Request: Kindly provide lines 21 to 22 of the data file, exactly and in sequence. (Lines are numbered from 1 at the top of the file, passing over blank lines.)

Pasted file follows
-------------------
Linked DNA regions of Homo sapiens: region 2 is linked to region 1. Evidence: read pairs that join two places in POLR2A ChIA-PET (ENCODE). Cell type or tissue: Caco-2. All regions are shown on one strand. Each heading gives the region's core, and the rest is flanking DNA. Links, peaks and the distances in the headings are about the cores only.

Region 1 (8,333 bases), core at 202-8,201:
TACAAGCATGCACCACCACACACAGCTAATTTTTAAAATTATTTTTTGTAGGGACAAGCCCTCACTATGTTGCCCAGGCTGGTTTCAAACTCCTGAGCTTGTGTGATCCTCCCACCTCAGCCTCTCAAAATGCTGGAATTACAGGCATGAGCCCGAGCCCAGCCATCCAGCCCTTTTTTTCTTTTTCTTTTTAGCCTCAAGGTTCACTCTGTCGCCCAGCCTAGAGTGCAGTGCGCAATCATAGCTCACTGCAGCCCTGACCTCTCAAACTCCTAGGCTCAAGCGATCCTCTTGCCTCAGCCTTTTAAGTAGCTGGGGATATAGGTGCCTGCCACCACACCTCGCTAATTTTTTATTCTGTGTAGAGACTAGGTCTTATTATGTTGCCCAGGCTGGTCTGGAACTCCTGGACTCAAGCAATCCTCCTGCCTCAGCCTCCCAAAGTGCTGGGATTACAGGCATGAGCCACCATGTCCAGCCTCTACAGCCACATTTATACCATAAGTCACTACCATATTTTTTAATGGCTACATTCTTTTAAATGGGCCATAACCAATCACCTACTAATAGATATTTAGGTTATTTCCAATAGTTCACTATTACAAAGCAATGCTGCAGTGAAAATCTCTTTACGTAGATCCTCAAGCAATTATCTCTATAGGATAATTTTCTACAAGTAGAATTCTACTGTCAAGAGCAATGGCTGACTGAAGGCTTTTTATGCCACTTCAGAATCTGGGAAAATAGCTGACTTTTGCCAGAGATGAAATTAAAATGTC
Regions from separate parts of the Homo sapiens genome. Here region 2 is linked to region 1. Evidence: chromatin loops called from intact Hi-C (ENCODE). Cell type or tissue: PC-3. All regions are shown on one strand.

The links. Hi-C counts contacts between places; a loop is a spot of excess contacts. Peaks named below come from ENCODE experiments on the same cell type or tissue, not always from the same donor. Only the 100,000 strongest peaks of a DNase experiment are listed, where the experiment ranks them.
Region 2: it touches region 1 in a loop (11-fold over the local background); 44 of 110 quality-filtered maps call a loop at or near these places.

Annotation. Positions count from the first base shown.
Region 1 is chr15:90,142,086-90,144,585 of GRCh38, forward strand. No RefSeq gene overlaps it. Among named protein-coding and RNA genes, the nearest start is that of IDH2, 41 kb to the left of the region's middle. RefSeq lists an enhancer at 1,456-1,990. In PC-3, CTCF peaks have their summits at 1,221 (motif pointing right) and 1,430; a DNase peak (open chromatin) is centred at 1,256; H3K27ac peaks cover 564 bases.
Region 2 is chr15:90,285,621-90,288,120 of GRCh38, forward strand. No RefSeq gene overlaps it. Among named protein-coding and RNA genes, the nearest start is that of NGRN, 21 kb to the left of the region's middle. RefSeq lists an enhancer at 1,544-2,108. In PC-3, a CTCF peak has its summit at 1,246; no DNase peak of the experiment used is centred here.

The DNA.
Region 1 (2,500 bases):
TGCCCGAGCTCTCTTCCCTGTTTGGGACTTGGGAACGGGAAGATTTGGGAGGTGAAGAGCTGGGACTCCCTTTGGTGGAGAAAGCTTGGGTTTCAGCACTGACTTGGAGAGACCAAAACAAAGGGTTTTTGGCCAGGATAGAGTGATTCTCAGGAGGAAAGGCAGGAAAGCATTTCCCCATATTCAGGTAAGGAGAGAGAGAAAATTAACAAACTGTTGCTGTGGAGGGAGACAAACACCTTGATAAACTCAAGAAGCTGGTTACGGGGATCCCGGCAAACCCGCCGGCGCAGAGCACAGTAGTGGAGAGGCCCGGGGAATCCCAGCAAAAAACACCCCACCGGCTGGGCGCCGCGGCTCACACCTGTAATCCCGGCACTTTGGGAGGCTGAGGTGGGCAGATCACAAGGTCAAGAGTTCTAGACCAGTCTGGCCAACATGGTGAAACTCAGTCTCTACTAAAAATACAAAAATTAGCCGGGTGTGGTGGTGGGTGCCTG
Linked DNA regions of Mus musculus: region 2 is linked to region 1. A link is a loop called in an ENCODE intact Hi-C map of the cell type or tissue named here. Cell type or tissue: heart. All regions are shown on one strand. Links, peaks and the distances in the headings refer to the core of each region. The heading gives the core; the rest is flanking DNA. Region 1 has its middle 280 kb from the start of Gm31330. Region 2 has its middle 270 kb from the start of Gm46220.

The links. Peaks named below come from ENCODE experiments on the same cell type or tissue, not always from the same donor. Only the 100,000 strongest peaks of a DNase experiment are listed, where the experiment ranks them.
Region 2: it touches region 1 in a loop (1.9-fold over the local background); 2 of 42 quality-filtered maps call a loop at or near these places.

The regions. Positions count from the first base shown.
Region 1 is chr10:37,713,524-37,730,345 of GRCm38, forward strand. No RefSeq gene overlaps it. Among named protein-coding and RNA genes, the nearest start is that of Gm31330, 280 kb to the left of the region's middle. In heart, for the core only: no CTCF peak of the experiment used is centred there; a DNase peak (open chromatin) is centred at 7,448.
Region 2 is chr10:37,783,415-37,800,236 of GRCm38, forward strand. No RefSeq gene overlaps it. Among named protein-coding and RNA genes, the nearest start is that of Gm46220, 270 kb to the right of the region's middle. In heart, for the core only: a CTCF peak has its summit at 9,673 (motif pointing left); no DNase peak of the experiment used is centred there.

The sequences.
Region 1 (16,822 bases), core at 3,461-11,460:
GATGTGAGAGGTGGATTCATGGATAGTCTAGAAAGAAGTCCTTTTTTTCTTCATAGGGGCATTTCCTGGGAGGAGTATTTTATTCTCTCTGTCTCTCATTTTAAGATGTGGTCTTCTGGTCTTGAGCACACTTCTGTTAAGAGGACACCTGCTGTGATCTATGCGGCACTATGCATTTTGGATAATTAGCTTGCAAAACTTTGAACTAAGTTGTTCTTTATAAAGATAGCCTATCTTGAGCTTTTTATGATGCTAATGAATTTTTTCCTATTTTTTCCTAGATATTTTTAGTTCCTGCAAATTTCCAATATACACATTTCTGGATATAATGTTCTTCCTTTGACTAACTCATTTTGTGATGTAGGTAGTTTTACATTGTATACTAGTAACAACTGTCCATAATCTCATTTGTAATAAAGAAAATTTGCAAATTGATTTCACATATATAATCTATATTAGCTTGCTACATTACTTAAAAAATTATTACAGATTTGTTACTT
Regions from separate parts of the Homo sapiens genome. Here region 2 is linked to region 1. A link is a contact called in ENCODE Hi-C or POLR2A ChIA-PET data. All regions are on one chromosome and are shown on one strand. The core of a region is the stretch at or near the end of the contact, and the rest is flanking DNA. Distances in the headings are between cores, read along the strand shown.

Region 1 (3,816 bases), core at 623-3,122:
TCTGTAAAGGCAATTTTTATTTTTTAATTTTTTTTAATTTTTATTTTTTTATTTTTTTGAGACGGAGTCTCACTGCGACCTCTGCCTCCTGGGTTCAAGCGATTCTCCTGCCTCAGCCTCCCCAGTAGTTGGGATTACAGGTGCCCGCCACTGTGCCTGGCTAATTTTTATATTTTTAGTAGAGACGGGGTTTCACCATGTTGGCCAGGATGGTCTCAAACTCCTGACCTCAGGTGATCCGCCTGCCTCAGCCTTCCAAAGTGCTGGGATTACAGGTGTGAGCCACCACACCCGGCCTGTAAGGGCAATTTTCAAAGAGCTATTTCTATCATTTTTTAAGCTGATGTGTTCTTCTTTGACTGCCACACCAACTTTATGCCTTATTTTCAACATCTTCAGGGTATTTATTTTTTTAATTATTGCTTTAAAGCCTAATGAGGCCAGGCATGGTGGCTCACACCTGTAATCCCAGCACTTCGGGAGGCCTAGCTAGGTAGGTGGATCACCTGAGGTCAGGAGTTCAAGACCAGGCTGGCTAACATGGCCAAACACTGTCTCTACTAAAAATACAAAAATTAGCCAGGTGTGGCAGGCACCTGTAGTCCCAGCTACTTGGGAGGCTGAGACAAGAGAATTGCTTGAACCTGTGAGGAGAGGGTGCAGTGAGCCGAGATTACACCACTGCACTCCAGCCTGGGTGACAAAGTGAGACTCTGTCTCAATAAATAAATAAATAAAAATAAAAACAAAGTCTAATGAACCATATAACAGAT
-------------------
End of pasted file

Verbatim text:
GATGTGAGAGGTGGATTCATGGATAGTCTAGAAAGAAGTCCTTTTTTTCTTCATAGGGGCATTTCCTGGGAGGAGTATTTTATTCTCTCTGTCTCTCATTTTAAGATGTGGTCTTCTGGTCTTGAGCACACTTCTGTTAAGAGGACACCTGCTGTGATCTATGCGGCACTATGCATTTTGGATAATTAGCTTGCAAAACTTTGAACTAAGTTGTTCTTTATAAAGATAGCCTATCTTGAGCTTTTTATGATGCTAATGAATTTTTTCCTATTTTTTCCTAGATATTTTTAGTTCCTGCAAATTTCCAATATACACATTTCTGGATATAATGTTCTTCCTTTGACTAACTCATTTTGTGATGTAGGTAGTTTTACATTGTATACTAGTAACAACTGTCCATAATCTCATTTGTAATAAAGAAAATTTGCAAATTGATTTCACATATATAATCTATATTAGCTTGCTACATTACTTAAAAAATTATTACAGATTTGTTACTT
Regions from separate parts of the Homo sapiens genome. Here region 2 is linked to region 1. A link is a contact called in ENCODE Hi-C or POLR2A ChIA-PET data. All regions are on one chromosome and are shown on one strand. The core of a region is the stretch at or near the end of the contact, and the rest is flanking DNA. Distances in the headings are between cores, read along the strand shown.